The Earl of Stamford’s Regiment of Foote is part of the Western Association of the Army of Parliament. This Association also includes Col. Thomas Ballard’s Regiment of Foote, Sgt Major General James Carr’s Regiment of Foote, Col. John Dalbier’s Bye Trayne of Artillerie, Lord John Robarte’s Regiment of Foote and Col. James Wardlaw’s Regiment of Dragoones.
The year 1970 marks the year of the second founding of the regiment. It was at the behest of Brigadier Peter Young, founder of the Sealed Knot. The ‘Brig’ as he was affectionately known regarded Stamford’s as his Parliamentarian regiment and there may have been a connection between Peter Young and the Earls of Stamford.
The first CO was Peter Monk, an actor and in fact most of the early members were actors or students. When Peter decided to move on, Len Jones took over. In about 1975 Ken Bradley became CO. Under him the regiment grew from strength to strength, introducing a musket company and organising their first major muster at Ipswich in 1977.
Since these early days the regiment has been led by Trevor Willetts, Peter Walker, Ian Cooper, Simon Hinkley, Alan Jones and Dave Robson. In 2011 Neville Tandy became Stamford’s 10th Commanding Officer.
Stamford’s first uniform consisted of a white shirt with dyed blue sleeves, cut off policemen’s’ trousers with blue slashes sewn into them, PVC buff-coats, white nylon socks, black shoes with blue rosettes and orange sashes. All topped off by a fibreglass lobster pot helmet!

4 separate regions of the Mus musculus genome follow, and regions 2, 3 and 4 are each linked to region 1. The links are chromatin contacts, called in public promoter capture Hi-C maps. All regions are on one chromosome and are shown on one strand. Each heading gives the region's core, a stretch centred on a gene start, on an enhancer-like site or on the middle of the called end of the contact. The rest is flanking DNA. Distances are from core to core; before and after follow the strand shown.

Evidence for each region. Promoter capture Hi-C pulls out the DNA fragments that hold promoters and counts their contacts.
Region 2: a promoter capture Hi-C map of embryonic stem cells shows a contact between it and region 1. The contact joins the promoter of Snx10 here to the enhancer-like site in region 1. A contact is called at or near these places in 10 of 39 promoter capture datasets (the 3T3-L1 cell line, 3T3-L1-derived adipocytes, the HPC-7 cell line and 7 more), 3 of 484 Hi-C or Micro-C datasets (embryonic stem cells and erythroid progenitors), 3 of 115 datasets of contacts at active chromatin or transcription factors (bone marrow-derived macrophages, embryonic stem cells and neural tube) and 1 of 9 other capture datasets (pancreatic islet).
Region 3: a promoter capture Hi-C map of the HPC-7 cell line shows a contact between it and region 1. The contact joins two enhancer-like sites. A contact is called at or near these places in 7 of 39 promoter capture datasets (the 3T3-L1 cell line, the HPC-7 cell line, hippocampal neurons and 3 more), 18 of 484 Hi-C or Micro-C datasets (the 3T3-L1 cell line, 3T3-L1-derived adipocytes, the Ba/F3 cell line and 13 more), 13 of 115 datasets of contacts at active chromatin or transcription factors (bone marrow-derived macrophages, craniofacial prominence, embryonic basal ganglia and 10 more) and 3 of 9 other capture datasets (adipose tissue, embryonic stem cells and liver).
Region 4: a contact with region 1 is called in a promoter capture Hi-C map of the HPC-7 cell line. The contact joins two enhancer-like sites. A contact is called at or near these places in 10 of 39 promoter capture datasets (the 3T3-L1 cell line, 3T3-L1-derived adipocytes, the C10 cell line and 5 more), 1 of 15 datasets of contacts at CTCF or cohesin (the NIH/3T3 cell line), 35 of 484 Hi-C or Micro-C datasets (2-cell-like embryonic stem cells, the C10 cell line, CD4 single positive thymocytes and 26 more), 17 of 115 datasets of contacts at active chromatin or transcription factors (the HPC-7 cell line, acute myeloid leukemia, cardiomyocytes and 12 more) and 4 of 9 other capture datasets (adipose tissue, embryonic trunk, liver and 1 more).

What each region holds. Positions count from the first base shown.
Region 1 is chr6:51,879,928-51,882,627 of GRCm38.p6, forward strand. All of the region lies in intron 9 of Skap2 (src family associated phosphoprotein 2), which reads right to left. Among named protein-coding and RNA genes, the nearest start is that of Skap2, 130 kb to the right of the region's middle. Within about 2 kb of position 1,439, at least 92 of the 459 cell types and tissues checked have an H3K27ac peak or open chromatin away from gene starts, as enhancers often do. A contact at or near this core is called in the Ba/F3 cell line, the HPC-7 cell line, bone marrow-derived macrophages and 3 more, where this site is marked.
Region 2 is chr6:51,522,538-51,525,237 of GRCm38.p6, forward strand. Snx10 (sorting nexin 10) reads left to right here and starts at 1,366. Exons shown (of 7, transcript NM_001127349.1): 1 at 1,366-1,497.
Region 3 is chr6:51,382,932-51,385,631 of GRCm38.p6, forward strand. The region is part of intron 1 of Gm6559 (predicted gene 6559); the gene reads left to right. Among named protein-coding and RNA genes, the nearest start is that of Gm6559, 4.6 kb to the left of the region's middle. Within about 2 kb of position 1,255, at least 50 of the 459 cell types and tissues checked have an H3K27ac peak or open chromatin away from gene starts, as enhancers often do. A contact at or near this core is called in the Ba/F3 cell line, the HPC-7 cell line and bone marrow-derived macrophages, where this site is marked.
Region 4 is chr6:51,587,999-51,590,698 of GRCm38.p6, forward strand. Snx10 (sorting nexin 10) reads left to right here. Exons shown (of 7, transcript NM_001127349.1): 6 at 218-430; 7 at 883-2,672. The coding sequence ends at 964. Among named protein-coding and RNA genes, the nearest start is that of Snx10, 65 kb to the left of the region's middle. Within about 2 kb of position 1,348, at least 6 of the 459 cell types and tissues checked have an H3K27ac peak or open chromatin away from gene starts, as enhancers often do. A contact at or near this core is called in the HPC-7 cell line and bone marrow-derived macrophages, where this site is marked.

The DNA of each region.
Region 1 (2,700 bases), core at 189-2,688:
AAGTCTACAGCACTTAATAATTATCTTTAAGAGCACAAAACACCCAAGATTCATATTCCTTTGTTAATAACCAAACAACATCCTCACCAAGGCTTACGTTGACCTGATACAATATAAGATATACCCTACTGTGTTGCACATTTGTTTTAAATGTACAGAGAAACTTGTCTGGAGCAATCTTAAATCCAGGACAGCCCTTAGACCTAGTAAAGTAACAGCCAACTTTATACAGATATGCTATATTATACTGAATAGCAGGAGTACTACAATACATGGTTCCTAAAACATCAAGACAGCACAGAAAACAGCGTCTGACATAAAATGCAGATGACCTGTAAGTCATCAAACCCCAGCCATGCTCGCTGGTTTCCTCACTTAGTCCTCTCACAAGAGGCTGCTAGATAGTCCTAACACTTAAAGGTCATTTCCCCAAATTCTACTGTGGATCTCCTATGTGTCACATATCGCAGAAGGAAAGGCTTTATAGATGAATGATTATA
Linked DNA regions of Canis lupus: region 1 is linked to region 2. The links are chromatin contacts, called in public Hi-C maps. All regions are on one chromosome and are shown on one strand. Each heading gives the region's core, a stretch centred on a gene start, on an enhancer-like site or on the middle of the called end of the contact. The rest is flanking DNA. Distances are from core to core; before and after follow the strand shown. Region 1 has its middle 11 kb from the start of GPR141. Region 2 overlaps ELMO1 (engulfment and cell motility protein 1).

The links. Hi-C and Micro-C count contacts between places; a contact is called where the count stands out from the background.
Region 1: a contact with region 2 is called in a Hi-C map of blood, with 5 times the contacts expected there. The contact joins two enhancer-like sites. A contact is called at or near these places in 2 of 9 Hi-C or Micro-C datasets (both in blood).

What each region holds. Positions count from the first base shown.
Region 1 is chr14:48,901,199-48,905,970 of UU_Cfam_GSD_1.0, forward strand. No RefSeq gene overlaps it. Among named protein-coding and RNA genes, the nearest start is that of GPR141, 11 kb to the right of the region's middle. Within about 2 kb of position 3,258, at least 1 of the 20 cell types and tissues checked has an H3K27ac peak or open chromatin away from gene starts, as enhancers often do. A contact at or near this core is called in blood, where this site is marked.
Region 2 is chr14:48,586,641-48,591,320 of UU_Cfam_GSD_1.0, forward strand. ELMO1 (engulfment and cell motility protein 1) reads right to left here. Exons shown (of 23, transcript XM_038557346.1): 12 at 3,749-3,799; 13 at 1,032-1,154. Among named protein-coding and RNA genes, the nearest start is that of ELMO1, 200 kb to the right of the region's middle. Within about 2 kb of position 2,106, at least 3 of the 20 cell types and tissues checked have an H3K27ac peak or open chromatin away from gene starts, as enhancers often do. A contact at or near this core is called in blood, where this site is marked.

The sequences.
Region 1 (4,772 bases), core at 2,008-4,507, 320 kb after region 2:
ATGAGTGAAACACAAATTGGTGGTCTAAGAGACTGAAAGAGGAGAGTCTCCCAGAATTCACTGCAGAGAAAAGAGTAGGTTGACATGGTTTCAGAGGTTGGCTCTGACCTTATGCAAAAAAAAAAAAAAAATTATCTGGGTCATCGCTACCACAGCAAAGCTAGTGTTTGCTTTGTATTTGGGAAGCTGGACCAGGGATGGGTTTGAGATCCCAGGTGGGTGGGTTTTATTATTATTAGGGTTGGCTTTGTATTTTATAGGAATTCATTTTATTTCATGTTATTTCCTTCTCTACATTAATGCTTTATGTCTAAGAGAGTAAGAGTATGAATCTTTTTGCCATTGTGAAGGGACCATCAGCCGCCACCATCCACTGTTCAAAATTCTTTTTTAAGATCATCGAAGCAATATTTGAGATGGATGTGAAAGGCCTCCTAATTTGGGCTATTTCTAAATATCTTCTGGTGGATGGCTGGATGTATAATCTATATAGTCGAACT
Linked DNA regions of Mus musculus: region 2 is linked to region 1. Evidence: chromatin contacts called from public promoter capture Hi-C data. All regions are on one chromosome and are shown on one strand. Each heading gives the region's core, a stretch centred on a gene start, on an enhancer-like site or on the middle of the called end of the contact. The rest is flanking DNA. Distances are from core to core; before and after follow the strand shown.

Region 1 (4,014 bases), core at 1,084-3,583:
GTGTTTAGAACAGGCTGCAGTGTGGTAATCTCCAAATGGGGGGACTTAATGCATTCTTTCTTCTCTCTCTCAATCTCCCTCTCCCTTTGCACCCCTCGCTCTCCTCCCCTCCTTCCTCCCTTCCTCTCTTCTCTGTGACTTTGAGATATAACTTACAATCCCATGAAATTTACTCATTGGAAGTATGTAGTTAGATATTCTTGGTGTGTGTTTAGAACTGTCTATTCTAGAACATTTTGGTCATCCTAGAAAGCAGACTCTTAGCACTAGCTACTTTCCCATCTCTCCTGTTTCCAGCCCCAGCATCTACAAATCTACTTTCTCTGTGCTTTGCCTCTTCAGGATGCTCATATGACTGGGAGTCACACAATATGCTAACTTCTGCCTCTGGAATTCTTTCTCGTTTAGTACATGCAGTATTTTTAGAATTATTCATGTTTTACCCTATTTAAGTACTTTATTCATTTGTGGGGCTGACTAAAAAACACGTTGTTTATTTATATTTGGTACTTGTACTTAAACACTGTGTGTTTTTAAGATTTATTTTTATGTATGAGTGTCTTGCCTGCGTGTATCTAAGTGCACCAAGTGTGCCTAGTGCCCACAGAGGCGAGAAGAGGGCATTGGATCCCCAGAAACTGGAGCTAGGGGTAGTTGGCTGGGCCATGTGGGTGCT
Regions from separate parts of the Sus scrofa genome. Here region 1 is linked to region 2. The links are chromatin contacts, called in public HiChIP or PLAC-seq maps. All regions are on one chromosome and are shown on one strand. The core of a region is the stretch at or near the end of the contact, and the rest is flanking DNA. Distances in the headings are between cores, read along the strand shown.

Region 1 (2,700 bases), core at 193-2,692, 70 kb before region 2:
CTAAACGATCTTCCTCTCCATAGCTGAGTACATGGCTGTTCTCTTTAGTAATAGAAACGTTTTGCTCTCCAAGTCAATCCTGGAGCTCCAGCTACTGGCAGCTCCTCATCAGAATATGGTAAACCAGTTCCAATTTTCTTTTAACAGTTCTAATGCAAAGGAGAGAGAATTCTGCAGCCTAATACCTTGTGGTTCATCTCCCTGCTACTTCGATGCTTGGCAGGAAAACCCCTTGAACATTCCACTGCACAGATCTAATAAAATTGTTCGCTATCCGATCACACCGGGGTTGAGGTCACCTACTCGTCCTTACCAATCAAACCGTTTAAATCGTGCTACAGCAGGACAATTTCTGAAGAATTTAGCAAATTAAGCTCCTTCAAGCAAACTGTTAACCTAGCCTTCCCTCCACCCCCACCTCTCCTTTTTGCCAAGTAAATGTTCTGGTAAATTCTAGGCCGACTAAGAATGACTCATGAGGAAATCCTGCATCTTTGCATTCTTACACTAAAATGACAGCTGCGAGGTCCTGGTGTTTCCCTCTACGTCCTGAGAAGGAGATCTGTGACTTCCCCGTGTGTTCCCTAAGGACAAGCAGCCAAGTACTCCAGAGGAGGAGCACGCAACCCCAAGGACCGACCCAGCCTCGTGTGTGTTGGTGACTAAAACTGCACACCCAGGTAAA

In the mid 70s the regiment decided to change to woollen blue coat and maroon (for pike) or brown (for musket) breeches. Metal helmets were also introduced, made by the regiment’s own expert metal worker Colin Brookes.
In the late 80s Stamford’s decided to further diversify into artillery. A cannon was purchased and named ‘Lady Jane’, after Lady Jane Grey who was related to the Earls of Stamford.
Being part of the Western Association enables Stamford’s to fight alongside a much larger group. These Associations look spectacular and give a feel of what a real Civil War battle would have looked like, particulary when the Association fight post 1644 in the ‘New Model Army’ redcoats.
With research over the years the quest for authenticity has grown. Today’s uniform is a blue 4-tabbed doublet (or a red ‘New Model Army’ coat for post 1644 battles), maroon breeches, white or cream linen shirt, woollen stockings and 17th century style footwear. Pikemen wear morion helmets, musketeers and the artillery a variety of felt, wool or cloth hats.
A MA PUISSANCE